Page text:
Going back to the example from above, “269M 206″ means this class will meet at 269 Mercer Street, Room 206.  Eureka!  You now know where to be for your first day of class.

Note that students taking classes at the School of Engineering can find directions to our Brooklyn campus online here!

For those of you always on the go (who isn’t these days, right?) you can download the NYU Mobile App, where you can access a campus map, and so much more!

Final Reminders

Final Reminders

Classes are just a week away! As you all begin your journeys to the Square, a few important reminders…

Classes: Summer Session I begins on Monday May 23rd. Summer Session II classes officially begin Tuesday, July 5. Most University offices will be closed on Monday, May 30 and Monday, July 4th in observance of Memorial Day and Independence Day, and there will be no classes these days. Classes are offered at various points all throughout the summer, so be sure to check your schedule one last time to properly plan your arrival!

International Student Check In: All visiting international students must check in with the Office of Global Services. Dates and locations of the check-ins offered throughout the summer are available online. RSVP here.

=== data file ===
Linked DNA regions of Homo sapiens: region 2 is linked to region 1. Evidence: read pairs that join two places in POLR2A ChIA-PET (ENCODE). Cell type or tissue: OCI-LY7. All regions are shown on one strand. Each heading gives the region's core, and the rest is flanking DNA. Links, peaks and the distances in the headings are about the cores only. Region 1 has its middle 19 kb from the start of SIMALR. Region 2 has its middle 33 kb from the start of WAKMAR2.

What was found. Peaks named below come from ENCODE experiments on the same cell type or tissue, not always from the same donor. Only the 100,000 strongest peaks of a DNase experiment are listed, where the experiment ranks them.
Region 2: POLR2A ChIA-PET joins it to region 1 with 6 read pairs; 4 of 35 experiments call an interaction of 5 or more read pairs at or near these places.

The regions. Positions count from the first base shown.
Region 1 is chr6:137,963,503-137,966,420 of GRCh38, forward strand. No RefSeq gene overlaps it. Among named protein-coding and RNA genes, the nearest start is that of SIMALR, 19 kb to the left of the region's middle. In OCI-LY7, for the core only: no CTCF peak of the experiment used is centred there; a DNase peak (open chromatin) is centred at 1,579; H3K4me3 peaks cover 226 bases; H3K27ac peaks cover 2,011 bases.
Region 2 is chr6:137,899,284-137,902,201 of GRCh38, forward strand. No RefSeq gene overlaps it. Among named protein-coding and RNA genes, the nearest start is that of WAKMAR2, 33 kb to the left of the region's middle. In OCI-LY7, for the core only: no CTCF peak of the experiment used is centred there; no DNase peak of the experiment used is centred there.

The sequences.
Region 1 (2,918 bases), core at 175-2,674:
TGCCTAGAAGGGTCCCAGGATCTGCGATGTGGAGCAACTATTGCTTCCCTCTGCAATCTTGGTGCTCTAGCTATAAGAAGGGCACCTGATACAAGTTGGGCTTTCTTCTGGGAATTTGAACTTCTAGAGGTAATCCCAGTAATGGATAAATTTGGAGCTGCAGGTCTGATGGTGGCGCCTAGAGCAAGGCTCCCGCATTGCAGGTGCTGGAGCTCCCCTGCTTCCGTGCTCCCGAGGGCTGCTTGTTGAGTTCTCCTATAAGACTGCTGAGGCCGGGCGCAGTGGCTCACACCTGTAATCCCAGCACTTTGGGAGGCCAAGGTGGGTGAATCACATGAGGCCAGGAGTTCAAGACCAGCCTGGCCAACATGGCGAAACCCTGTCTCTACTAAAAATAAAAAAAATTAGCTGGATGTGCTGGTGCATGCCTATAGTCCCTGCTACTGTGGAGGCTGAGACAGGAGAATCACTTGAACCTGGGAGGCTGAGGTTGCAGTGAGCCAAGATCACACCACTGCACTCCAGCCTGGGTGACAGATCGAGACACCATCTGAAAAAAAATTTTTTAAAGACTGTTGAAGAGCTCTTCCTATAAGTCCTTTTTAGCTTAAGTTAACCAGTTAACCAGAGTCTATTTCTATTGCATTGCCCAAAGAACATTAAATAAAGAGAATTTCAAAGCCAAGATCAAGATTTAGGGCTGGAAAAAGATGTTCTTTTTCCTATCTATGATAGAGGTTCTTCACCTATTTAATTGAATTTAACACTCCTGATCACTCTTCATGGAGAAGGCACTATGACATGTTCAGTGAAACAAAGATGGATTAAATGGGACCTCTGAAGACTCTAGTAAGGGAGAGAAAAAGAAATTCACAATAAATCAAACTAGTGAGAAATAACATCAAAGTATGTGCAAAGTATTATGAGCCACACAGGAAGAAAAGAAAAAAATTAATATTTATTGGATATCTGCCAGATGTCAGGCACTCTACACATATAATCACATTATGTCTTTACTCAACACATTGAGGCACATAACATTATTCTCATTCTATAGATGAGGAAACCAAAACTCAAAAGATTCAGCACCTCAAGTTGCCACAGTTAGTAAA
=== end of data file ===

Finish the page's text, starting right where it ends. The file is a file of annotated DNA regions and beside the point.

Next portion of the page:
Online Orientation and Handbook: The Online Orientation and Summer in NYC Handbook are both available on the visiting students website. Please read through this information carefully.

Books: New and used books are available at the NYU Bookstore (726 Broadway). You can search for textbooks online at http://bookstores.nyu.edu. Make sure to check NYU Classes in your NYU home for course information.

Any questions? Please feel free to contact us at up.advising@nyu.edu.

We’ll see you soon!

Course Highlights: History

Summer students!  If you are interested in delving into history this summer, the History Department has seats still available in the following courses…but going fast.  Be sure to register soon if you are interested!

HIST-UA 175 Islam, Race, and Revolution
This course traces the history of the critical intersection between race, religion and revolutions among Muslims from the turn of the nineteenth century to the present day.  Emphasizing Islam as a global religious tradition, this course will examine how people of color have united under Islam to challenge existing power structures and transform their social, cultural, and political realities.

HIST-UA 551 Islam in China from the Time of Prophet Muhammad to the Present
This summer course will familiarize students with one Islamic diaspora in China which exists outside of the Islamic heartlands, that is, beyond what is referred to in Islamic tradition as the “House/Realm of Islam.” By surveying the ways in which Muslims in China have negotiated with changing local Chinese context through history, students will consider how these two traditions come to terms with each other and how history can be used as a lens to understand the complexities of such Muslim minorities.